Why the Youth Need to Walk away from the Vicious Cycle of Mobile Lending
By John Riaga
When Interior Cabinet Secretary Dr. Fred Matiangi announced that all betting firms in Kenya have until July 1st to conform to government tax regulations, the picture portrayed was that of a nation engulfed in serious gambling that had become a threat to the moral fabric of the society.
In yet another study, Kenyans were ranked the 6th most depressed Africans according to a research carried out by the World Health Organization (WHO) in 2017. These two issues may appear unrelated, but a keen eye will easily identify the common denominator; money. In a country where circulation has dwindled over the last few years, Kenyans have been left on the lookout for any sources of money, legit or not.
Then came the revolution in the financial sector with the introduction of the mobile money lending applications, and predictably, Kenyans flocked the Apps looking for cheap and easy loans.
Today, according to statistics released by the Central Bank of Kenya (CBK), up to 2 million Kenyans actively transact through the numerous Mobile Money Apps, with the youthful population providing ready market for the mobile phone money lenders.
With only a National Identity Card Number, one can access loans from as little as KSh. 100 to as much as KSh. 100,000. The matter is even compounded by the fact that one’s borrowing limit increases as he or she continues borrowing.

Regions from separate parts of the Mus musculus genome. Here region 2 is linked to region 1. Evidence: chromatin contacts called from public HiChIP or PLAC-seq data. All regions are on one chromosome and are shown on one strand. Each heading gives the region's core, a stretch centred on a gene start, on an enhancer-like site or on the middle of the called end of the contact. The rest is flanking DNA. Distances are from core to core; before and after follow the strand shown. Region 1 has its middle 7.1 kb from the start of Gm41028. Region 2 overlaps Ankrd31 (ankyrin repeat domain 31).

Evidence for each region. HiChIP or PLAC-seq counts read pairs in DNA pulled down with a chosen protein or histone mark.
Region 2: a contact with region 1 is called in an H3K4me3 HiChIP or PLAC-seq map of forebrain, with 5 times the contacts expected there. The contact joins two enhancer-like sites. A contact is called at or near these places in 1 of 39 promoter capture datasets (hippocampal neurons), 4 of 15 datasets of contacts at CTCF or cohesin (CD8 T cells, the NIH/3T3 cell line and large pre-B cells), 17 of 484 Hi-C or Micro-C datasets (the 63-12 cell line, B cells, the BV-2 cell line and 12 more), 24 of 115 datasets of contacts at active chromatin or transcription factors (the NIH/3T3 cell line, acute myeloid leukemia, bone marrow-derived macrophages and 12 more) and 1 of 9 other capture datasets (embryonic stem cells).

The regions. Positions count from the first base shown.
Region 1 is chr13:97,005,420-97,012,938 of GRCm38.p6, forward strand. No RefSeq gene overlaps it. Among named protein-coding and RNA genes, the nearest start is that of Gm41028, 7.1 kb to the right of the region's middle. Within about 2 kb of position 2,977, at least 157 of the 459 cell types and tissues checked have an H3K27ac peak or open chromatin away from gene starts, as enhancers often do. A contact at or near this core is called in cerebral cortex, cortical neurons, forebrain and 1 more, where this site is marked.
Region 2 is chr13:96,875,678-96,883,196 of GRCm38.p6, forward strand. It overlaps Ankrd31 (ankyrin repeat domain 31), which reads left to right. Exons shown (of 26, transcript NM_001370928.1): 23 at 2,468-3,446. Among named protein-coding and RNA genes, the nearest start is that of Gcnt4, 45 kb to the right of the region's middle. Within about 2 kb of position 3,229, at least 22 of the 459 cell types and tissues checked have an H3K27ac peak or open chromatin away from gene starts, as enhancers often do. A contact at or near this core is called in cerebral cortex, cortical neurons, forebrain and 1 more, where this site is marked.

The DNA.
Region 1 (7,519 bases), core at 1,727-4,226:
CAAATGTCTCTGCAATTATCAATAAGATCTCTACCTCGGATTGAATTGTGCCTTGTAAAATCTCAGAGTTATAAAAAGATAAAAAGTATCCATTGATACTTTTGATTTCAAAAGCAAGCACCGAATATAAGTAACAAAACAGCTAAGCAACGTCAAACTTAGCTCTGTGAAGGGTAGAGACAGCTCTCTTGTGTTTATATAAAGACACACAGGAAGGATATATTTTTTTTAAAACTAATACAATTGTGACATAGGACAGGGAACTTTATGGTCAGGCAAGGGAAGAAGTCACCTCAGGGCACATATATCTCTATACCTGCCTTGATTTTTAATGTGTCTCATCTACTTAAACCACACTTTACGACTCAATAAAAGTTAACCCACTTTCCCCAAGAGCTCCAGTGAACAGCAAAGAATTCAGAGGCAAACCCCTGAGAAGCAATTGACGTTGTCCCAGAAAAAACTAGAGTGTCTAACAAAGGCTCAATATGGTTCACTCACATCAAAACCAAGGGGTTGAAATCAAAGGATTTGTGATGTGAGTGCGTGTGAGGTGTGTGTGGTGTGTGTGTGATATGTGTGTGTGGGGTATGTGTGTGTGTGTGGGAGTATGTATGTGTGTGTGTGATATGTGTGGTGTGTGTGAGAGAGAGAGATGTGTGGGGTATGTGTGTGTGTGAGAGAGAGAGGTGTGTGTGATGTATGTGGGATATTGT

For example, if one borrows KSh. 1,000 and pays back within the stipulated period, the next allowed loan limited will move from Ksh. 1,000 to maybe 1,500.
*Celestine is a vibrant young woman working for an International NGO in Nairobi. She actively uses the KCB Mobi Loan and has built her loan limit to KSh 85,000. Though she has never defaulted on paying back the loan, she lives in fear of being trapped into the culture of borrowing and repaying the loan.
“It calls for a lot of discipline, otherwise you are trapped into a circle where you are always borrowing and repaying constantly,” she says.
The high loan interest rates also come into play. While Celestine was advanced KSh. 85,000 in January, she had to pay back KSh. 89,000 after 30 days.
*Alice is a police officer recently recruited into the service. In a fairly young marriage, she is already listed at the Credit Reference Bureau (CRB) after she failed to pay back a loan of Ksh. 1,700 she got from yet another Mobile App, Jumbo Pesa. “I needed some cash urgently and a friend referred me to this App. I quickly downloaded the App and was eligible for KSh. 2,000. This was good money considering I was broke,” she says.
However, it took a good 12 days to be given the money and when it did come it was KSh. 1,700, and not the KSh 2,000 she had asked for. She was expected to pay KSh. 2, 350 after a week.
Though she considered this a rip off, she took the loan.
“Three months later, Jumbo Pesa is demanding Ksh.3, 620 from me including the accrued interest, and they have gone ahead to list me at the CRB”.
Not sure when she will settle the loan, Alice has to contend with the challenges of being listed at the dreaded CRB.